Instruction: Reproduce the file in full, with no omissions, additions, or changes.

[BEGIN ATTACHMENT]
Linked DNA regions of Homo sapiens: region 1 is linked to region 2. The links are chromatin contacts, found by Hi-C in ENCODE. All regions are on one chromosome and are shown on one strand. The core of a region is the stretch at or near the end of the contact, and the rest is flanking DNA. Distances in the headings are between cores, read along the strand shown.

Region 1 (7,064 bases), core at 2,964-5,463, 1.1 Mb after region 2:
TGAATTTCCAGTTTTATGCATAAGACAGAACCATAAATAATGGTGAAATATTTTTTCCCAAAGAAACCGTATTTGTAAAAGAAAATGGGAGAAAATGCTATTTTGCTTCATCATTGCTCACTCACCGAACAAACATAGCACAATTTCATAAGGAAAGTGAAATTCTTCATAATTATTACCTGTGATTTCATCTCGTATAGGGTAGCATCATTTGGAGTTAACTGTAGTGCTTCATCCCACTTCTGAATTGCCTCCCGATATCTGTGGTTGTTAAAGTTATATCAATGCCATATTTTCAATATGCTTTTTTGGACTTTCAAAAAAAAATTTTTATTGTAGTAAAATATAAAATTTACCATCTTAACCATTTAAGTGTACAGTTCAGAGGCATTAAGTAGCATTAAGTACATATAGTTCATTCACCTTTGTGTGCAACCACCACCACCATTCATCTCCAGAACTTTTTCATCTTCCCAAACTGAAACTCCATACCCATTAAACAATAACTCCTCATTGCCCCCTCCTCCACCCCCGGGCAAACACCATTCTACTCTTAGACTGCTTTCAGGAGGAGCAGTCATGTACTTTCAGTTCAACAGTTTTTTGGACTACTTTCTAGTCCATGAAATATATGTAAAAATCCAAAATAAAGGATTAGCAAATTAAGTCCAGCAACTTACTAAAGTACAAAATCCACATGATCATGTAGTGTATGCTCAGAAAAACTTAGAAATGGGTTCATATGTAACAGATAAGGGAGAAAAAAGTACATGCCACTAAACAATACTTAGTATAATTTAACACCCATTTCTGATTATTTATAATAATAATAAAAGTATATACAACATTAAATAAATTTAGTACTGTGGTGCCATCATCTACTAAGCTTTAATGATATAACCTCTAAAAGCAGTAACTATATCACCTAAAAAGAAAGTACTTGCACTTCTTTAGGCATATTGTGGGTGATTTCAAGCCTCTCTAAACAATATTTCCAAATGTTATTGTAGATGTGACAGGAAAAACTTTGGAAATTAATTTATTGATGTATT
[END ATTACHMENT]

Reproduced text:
Linked DNA regions of Homo sapiens: region 1 is linked to region 2. The links are chromatin contacts, found by Hi-C in ENCODE. All regions are on one chromosome and are shown on one strand. The core of a region is the stretch at or near the end of the contact, and the rest is flanking DNA. Distances in the headings are between cores, read along the strand shown.

Region 1 (7,064 bases), core at 2,964-5,463, 1.1 Mb after region 2:
TGAATTTCCAGTTTTATGCATAAGACAGAACCATAAATAATGGTGAAATATTTTTTCCCAAAGAAACCGTATTTGTAAAAGAAAATGGGAGAAAATGCTATTTTGCTTCATCATTGCTCACTCACCGAACAAACATAGCACAATTTCATAAGGAAAGTGAAATTCTTCATAATTATTACCTGTGATTTCATCTCGTATAGGGTAGCATCATTTGGAGTTAACTGTAGTGCTTCATCCCACTTCTGAATTGCCTCCCGATATCTGTGGTTGTTAAAGTTATATCAATGCCATATTTTCAATATGCTTTTTTGGACTTTCAAAAAAAAATTTTTATTGTAGTAAAATATAAAATTTACCATCTTAACCATTTAAGTGTACAGTTCAGAGGCATTAAGTAGCATTAAGTACATATAGTTCATTCACCTTTGTGTGCAACCACCACCACCATTCATCTCCAGAACTTTTTCATCTTCCCAAACTGAAACTCCATACCCATTAAACAATAACTCCTCATTGCCCCCTCCTCCACCCCCGGGCAAACACCATTCTACTCTTAGACTGCTTTCAGGAGGAGCAGTCATGTACTTTCAGTTCAACAGTTTTTTGGACTACTTTCTAGTCCATGAAATATATGTAAAAATCCAAAATAAAGGATTAGCAAATTAAGTCCAGCAACTTACTAAAGTACAAAATCCACATGATCATGTAGTGTATGCTCAGAAAAACTTAGAAATGGGTTCATATGTAACAGATAAGGGAGAAAAAAGTACATGCCACTAAACAATACTTAGTATAATTTAACACCCATTTCTGATTATTTATAATAATAATAAAAGTATATACAACATTAAATAAATTTAGTACTGTGGTGCCATCATCTACTAAGCTTTAATGATATAACCTCTAAAAGCAGTAACTATATCACCTAAAAAGAAAGTACTTGCACTTCTTTAGGCATATTGTGGGTGATTTCAAGCCTCTCTAAACAATATTTCCAAATGTTATTGTAGATGTGACAGGAAAAACTTTGGAAATTAATTTATTGATGTATT